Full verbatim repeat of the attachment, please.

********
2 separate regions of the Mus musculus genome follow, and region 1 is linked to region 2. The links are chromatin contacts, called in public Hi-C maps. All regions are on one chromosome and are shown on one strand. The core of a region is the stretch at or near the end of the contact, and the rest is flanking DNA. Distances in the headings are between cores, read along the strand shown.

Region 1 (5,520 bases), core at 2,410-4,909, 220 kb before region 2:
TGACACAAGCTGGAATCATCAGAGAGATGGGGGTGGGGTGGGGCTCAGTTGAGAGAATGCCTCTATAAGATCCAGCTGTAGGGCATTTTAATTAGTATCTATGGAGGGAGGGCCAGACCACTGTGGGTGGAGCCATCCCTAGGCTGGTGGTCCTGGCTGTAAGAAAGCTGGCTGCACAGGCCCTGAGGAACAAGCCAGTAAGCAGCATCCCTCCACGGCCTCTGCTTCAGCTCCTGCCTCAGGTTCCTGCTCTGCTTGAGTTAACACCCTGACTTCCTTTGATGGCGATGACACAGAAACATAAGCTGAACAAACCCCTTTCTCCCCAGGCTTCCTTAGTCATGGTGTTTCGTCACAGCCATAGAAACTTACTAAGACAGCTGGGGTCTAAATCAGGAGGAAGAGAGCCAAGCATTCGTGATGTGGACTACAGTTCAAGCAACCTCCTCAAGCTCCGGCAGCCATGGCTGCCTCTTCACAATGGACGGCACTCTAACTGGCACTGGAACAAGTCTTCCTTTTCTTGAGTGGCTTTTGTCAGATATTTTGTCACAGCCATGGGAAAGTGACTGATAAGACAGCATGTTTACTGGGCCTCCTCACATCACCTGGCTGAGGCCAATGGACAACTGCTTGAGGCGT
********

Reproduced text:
2 separate regions of the Mus musculus genome follow, and region 1 is linked to region 2. The links are chromatin contacts, called in public Hi-C maps. All regions are on one chromosome and are shown on one strand. The core of a region is the stretch at or near the end of the contact, and the rest is flanking DNA. Distances in the headings are between cores, read along the strand shown.

Region 1 (5,520 bases), core at 2,410-4,909, 220 kb before region 2:
TGACACAAGCTGGAATCATCAGAGAGATGGGGGTGGGGTGGGGCTCAGTTGAGAGAATGCCTCTATAAGATCCAGCTGTAGGGCATTTTAATTAGTATCTATGGAGGGAGGGCCAGACCACTGTGGGTGGAGCCATCCCTAGGCTGGTGGTCCTGGCTGTAAGAAAGCTGGCTGCACAGGCCCTGAGGAACAAGCCAGTAAGCAGCATCCCTCCACGGCCTCTGCTTCAGCTCCTGCCTCAGGTTCCTGCTCTGCTTGAGTTAACACCCTGACTTCCTTTGATGGCGATGACACAGAAACATAAGCTGAACAAACCCCTTTCTCCCCAGGCTTCCTTAGTCATGGTGTTTCGTCACAGCCATAGAAACTTACTAAGACAGCTGGGGTCTAAATCAGGAGGAAGAGAGCCAAGCATTCGTGATGTGGACTACAGTTCAAGCAACCTCCTCAAGCTCCGGCAGCCATGGCTGCCTCTTCACAATGGACGGCACTCTAACTGGCACTGGAACAAGTCTTCCTTTTCTTGAGTGGCTTTTGTCAGATATTTTGTCACAGCCATGGGAAAGTGACTGATAAGACAGCATGTTTACTGGGCCTCCTCACATCACCTGGCTGAGGCCAATGGACAACTGCTTGAGGCGT